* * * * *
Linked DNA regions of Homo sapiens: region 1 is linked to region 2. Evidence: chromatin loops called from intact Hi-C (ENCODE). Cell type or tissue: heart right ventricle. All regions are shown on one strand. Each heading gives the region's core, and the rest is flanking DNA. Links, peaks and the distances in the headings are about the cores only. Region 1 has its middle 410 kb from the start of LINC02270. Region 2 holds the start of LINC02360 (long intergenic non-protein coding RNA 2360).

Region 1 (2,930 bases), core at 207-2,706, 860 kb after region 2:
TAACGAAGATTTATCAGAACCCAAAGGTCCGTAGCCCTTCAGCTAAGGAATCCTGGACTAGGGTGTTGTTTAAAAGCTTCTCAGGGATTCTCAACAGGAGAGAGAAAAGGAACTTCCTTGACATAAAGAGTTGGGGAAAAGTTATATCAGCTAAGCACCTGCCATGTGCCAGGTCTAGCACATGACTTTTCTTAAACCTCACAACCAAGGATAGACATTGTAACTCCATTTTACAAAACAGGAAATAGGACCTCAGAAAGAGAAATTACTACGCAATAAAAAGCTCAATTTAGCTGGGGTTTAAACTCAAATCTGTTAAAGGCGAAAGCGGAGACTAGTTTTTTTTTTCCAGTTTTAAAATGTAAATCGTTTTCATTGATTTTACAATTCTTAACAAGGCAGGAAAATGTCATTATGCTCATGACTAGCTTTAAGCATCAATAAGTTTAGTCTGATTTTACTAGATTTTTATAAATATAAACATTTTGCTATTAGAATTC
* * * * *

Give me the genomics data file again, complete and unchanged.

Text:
Linked DNA regions of Homo sapiens: region 1 is linked to region 2. Evidence: chromatin loops called from intact Hi-C (ENCODE). Cell type or tissue: heart right ventricle. All regions are shown on one strand. Each heading gives the region's core, and the rest is flanking DNA. Links, peaks and the distances in the headings are about the cores only. Region 1 has its middle 410 kb from the start of LINC02270. Region 2 holds the start of LINC02360 (long intergenic non-protein coding RNA 2360).

Region 1 (2,930 bases), core at 207-2,706, 860 kb after region 2:
TAACGAAGATTTATCAGAACCCAAAGGTCCGTAGCCCTTCAGCTAAGGAATCCTGGACTAGGGTGTTGTTTAAAAGCTTCTCAGGGATTCTCAACAGGAGAGAGAAAAGGAACTTCCTTGACATAAAGAGTTGGGGAAAAGTTATATCAGCTAAGCACCTGCCATGTGCCAGGTCTAGCACATGACTTTTCTTAAACCTCACAACCAAGGATAGACATTGTAACTCCATTTTACAAAACAGGAAATAGGACCTCAGAAAGAGAAATTACTACGCAATAAAAAGCTCAATTTAGCTGGGGTTTAAACTCAAATCTGTTAAAGGCGAAAGCGGAGACTAGTTTTTTTTTTCCAGTTTTAAAATGTAAATCGTTTTCATTGATTTTACAATTCTTAACAAGGCAGGAAAATGTCATTATGCTCATGACTAGCTTTAAGCATCAATAAGTTTAGTCTGATTTTACTAGATTTTTATAAATATAAACATTTTGCTATTAGAATTC